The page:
BHP has awarded Eastern Pacific Shipping (EPS) with the world’s first LNG-fuelled Newcastlemax bulk carrier tender, with the aim of reducing greenhouse gas (GHG) emissions by more than 30 per cent per voyage.
The five-year charter contract will include five LNG-fuelled Newcastlemax bulk carriers to carry iron ore between Western Australia and China from 2022.
BHP chief commercial officer Vandita Pant said the LNG-fuelled vessels would virtually eliminate sulphur oxide (SOx) emissions and reduce carbon dioxide (CO2) and nitrogen oxide (NOx) emissions.
“As one of the largest dry bulk charterers in the world BHP recognises the role we play in working with our suppliers and customers to drive actionable reductions in GHG emissions across the maritime supply chain,” Pant said.
“The tender marks a progressive shift for BHP and the broader mining and shipping industry and is a significant step toward lowering GHG emissions in the 1.5 billion tonne iron ore seaborne market.”
EPS chief executive officer Cyril Ducau added that the company is thrilled to work with BHP on this project.
“BHP’s commitment to making a positive change for the industry resonated with our decarbonisation mission and our culture of environmental protection,” Ducau said. “When these vessels deliver in 2022, they will be the cleanest and most efficient in the entire dry bulk shipping fleet and will be IMO 2030 compliant, eight years ahead of schedule.”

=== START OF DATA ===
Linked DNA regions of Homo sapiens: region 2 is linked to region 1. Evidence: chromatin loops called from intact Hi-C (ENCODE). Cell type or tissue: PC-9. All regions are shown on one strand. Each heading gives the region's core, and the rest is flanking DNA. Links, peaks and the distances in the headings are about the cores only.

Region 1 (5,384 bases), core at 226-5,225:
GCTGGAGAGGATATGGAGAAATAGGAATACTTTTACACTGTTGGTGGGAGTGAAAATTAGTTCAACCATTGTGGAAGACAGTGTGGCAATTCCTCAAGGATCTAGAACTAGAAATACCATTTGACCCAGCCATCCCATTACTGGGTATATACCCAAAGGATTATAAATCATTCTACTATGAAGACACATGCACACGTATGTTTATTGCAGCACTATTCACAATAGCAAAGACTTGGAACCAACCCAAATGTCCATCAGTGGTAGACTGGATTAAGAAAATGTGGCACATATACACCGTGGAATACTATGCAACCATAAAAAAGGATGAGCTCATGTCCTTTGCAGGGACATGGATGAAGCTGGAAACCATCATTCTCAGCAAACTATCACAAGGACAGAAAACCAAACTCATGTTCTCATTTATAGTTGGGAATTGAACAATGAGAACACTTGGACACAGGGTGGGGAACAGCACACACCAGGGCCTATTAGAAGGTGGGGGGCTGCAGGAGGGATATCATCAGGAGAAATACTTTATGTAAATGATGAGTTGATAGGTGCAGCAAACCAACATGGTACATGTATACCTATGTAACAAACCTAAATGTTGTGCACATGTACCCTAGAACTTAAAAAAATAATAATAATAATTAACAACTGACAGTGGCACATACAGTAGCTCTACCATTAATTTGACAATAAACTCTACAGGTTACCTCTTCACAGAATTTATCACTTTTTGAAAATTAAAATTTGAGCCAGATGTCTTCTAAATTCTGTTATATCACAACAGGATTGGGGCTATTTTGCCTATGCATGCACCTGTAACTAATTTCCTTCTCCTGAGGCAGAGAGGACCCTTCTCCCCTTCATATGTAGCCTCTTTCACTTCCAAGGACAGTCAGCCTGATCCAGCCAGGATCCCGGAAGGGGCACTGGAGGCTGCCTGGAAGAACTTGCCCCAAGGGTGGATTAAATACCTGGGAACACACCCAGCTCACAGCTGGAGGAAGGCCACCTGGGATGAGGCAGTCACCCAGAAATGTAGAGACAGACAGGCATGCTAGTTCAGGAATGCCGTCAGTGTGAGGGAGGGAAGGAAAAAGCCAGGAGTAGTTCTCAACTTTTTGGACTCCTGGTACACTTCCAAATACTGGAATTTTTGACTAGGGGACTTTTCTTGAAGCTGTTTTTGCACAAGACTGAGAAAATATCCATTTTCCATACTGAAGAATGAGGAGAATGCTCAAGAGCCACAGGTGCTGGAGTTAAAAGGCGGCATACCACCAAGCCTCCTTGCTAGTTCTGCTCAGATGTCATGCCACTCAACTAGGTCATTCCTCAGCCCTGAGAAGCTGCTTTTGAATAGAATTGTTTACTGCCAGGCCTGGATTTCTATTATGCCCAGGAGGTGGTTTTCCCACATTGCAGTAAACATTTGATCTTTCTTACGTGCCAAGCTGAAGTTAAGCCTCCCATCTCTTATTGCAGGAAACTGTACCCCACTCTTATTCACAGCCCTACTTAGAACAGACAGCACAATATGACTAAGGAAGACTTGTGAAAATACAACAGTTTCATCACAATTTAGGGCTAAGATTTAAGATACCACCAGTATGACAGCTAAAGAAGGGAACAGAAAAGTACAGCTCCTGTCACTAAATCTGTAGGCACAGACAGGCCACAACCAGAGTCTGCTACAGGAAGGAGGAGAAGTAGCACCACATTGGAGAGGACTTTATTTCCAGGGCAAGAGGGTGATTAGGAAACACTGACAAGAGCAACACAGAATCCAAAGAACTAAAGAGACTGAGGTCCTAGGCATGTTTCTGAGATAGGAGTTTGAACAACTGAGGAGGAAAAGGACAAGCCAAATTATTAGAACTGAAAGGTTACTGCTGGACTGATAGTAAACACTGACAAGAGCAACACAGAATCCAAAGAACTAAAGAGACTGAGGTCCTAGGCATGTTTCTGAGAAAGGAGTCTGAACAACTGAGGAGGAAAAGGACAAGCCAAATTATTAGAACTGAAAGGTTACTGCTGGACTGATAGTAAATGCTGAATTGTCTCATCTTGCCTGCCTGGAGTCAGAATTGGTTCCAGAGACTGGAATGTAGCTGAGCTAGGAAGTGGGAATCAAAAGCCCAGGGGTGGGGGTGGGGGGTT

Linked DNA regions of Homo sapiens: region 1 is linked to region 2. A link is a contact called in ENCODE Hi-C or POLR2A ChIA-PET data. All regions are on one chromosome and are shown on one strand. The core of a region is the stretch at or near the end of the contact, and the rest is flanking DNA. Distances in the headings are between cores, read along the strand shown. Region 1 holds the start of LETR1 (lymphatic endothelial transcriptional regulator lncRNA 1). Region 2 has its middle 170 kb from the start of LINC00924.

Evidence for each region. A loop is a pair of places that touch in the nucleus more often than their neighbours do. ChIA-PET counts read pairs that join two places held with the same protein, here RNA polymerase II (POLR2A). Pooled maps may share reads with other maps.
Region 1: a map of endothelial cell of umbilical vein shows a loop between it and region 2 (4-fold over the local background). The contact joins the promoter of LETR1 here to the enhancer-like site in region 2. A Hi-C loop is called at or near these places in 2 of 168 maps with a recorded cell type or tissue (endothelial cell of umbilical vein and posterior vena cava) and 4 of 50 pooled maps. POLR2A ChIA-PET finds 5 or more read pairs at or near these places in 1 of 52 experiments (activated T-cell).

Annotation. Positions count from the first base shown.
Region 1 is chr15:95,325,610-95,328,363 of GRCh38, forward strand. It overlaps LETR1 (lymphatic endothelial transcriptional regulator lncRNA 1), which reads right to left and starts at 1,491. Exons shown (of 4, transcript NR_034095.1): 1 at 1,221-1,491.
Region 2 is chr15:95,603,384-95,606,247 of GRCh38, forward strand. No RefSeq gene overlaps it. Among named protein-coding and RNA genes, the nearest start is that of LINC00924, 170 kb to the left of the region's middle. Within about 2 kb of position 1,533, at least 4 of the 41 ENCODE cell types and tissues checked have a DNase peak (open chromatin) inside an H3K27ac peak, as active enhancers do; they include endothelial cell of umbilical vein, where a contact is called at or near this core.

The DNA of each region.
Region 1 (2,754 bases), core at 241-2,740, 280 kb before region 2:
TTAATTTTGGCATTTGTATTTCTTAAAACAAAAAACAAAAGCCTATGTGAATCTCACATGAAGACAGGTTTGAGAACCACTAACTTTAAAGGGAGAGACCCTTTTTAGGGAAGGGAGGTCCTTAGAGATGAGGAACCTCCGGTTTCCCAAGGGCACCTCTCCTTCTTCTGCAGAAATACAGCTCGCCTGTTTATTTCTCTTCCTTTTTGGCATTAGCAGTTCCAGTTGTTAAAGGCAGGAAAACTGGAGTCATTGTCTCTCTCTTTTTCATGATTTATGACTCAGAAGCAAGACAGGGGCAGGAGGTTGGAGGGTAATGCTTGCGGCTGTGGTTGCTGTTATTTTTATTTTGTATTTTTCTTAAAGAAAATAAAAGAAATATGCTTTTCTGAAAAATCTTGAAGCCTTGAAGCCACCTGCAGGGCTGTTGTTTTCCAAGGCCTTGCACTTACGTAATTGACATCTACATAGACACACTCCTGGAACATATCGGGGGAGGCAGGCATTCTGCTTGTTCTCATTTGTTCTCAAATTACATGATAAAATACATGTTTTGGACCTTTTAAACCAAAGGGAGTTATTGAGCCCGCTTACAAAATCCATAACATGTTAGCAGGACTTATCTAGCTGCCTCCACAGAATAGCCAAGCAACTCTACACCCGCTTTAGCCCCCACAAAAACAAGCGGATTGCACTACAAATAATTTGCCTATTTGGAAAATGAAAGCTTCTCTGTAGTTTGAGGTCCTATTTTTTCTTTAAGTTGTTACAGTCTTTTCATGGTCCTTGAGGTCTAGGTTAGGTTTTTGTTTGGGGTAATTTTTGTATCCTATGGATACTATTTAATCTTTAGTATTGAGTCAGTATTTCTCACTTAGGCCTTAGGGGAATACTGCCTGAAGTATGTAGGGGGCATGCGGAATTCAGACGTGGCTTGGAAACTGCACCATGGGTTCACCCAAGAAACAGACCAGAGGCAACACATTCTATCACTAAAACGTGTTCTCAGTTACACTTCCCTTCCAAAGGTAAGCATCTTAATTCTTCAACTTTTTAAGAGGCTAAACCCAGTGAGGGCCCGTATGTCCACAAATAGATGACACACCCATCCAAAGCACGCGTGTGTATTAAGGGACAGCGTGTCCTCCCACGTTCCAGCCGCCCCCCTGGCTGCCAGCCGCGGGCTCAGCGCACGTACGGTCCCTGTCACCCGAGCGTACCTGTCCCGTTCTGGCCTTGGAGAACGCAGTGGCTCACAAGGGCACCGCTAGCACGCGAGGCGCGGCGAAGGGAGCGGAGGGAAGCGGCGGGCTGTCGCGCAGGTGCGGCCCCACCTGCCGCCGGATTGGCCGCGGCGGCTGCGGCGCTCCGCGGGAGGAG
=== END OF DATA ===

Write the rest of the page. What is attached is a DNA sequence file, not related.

With the LNG bunkering supply contract expected to be awarded in October, EPS offered a competitive bid and an efficient vessel design with superior fuel efficiency and GHG emissions reductions.
BHP believes the LNG bunkering time charter contract will allow it to manage the fuel supply risk, build LNG operations capability internally and capture OpEx benefits through optimisation of voyage operations and fuel utilisation.
“As an established provider of marine transportation to the energy market for 60 years, EPS shares BHP’s commitment to lowering emissions in the maritime supply chain and we look forward to working with them to align with the GHG goals of the International Maritime Organisation,” Pant said.